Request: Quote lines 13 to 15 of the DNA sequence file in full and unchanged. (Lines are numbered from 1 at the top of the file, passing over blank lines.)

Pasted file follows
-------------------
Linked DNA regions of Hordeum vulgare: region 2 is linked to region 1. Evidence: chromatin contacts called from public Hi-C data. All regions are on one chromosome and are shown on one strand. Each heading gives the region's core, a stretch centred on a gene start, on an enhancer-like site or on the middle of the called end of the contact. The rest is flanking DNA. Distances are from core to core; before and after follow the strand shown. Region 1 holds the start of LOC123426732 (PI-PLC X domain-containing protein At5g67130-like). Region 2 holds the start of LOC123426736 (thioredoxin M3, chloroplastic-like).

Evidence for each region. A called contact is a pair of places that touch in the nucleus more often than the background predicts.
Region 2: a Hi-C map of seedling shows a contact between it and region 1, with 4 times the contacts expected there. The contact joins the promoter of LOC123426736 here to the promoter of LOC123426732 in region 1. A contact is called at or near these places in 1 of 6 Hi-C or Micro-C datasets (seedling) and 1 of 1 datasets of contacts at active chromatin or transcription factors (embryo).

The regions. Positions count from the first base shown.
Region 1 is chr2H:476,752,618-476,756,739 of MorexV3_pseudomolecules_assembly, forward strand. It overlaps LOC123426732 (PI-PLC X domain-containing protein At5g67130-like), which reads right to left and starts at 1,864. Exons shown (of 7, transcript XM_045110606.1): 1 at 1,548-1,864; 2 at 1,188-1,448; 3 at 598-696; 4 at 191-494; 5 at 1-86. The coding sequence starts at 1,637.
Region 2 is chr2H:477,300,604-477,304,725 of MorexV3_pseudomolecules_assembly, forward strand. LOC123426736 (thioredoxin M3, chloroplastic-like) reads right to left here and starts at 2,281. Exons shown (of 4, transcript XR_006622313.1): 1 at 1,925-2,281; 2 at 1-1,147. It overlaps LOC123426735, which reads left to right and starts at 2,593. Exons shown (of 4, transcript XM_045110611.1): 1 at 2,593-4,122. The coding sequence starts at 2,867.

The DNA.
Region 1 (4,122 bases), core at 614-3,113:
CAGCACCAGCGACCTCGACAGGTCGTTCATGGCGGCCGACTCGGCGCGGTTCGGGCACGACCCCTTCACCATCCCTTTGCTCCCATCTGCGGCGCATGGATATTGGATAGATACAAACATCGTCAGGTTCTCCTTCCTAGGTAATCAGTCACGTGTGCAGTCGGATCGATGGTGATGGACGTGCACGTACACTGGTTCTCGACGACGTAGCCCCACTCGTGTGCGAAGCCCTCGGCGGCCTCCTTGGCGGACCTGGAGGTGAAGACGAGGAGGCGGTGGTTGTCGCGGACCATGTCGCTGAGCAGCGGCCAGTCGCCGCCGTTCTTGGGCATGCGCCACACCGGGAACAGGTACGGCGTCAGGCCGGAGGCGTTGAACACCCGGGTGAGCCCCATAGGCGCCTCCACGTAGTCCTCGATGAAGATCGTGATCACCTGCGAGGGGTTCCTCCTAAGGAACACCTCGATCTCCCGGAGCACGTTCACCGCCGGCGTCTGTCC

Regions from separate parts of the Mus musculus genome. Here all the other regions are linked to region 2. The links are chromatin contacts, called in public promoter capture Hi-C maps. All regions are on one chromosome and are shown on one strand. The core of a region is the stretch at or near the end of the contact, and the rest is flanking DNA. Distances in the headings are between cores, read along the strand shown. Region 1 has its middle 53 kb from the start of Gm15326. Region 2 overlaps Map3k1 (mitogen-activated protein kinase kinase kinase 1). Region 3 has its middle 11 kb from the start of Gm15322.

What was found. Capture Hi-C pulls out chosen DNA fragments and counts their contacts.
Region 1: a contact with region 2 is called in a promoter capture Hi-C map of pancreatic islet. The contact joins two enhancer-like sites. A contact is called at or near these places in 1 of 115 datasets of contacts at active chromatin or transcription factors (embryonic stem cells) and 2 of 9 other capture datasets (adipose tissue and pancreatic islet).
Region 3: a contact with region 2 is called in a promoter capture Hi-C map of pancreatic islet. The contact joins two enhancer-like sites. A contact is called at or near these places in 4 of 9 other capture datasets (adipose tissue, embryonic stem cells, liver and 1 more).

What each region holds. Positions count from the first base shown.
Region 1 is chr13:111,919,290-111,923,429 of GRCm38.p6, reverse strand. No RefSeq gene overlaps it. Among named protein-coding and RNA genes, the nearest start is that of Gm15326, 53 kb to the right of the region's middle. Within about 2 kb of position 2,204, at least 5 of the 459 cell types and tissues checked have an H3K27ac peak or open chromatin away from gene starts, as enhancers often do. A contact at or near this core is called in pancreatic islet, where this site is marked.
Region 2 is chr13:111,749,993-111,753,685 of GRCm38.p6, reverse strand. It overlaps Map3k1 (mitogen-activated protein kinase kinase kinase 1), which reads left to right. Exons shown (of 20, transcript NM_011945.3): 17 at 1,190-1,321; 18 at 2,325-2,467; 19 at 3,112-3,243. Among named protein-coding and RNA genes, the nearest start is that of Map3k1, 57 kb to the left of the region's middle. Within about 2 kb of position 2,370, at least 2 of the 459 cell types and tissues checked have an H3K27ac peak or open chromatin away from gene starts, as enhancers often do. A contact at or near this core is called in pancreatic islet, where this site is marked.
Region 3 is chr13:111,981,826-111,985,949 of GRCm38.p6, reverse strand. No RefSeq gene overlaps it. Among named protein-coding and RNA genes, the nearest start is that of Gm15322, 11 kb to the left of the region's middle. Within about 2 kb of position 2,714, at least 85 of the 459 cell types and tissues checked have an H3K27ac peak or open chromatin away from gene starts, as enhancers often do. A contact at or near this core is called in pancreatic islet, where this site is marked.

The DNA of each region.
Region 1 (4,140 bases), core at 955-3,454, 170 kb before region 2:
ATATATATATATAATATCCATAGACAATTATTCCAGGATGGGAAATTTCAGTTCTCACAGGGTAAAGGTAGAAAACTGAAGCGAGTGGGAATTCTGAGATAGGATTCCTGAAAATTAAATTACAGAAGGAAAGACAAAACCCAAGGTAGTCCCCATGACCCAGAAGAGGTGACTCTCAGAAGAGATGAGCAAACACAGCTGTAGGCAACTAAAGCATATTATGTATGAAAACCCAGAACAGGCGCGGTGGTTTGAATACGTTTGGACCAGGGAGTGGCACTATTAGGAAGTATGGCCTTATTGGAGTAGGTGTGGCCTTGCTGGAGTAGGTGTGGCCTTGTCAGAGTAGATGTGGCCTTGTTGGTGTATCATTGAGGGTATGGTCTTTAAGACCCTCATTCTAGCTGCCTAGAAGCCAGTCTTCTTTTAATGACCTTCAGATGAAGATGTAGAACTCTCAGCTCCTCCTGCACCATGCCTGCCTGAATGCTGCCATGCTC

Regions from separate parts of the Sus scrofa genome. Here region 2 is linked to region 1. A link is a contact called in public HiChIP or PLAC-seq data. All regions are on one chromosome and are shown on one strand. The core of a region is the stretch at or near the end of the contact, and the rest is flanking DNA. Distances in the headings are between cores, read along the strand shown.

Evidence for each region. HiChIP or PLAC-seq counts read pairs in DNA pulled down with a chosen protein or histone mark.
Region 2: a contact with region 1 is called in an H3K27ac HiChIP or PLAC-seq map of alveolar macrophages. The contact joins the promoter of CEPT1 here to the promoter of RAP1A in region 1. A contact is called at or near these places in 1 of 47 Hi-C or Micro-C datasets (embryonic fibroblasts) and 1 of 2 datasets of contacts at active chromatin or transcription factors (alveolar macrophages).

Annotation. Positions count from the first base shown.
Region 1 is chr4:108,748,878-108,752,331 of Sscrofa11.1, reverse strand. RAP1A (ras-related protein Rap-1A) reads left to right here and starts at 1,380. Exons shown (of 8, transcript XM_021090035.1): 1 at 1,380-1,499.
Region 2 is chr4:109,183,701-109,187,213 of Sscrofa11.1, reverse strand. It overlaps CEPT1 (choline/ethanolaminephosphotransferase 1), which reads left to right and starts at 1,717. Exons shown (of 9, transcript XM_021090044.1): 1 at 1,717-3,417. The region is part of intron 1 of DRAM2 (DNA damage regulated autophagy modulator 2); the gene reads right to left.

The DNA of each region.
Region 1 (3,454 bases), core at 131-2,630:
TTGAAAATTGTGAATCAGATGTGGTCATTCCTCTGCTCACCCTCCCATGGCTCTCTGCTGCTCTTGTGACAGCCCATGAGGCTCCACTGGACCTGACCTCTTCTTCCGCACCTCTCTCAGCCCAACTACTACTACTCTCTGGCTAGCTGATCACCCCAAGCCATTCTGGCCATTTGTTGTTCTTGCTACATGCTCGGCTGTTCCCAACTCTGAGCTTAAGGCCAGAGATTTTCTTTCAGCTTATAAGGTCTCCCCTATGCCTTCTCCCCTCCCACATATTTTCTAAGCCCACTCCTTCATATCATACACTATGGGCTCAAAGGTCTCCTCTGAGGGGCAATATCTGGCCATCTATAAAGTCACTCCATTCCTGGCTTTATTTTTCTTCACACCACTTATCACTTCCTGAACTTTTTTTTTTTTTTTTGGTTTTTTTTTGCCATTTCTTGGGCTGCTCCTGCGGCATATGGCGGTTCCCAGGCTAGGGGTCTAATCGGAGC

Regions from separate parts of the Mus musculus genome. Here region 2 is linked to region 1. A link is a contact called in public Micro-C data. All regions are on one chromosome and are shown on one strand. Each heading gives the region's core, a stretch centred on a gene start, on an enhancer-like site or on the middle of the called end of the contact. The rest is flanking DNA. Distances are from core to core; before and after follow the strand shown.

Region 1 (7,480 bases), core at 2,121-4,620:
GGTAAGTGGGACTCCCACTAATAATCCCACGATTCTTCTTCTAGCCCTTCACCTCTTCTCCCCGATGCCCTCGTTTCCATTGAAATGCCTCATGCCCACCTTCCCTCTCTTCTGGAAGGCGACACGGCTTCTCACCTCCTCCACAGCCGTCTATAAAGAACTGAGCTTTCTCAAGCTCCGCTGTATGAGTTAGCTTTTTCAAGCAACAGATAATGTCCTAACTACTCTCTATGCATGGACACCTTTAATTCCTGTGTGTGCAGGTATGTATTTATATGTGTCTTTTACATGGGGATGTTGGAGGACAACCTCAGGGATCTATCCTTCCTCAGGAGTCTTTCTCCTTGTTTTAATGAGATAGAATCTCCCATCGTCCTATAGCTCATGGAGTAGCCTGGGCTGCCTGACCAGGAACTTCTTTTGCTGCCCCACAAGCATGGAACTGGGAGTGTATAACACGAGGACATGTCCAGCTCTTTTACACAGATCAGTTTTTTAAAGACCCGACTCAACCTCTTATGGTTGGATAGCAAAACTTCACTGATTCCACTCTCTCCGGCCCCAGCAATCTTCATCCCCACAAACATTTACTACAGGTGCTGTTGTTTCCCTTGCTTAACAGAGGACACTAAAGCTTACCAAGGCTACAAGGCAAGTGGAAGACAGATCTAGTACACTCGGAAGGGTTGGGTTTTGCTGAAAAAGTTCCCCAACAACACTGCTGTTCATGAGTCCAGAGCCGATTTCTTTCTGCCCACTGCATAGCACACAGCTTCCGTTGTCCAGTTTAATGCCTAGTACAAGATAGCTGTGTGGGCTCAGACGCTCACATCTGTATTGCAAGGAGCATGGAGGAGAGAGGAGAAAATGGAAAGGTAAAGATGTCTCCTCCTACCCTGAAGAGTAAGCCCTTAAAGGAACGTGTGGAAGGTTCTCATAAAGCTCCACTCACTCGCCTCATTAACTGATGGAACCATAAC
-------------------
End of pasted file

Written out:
Region 3: a contact with region 2 is called in a promoter capture Hi-C map of pancreatic islet. The contact joins two enhancer-like sites. A contact is called at or near these places in 4 of 9 other capture datasets (adipose tissue, embryonic stem cells, liver and 1 more).

What each region holds. Positions count from the first base shown.
Region 1 is chr13:111,919,290-111,923,429 of GRCm38.p6, reverse strand. No RefSeq gene overlaps it. Among named protein-coding and RNA genes, the nearest start is that of Gm15326, 53 kb to the right of the region's middle. Within about 2 kb of position 2,204, at least 5 of the 459 cell types and tissues checked have an H3K27ac peak or open chromatin away from gene starts, as enhancers often do. A contact at or near this core is called in pancreatic islet, where this site is marked.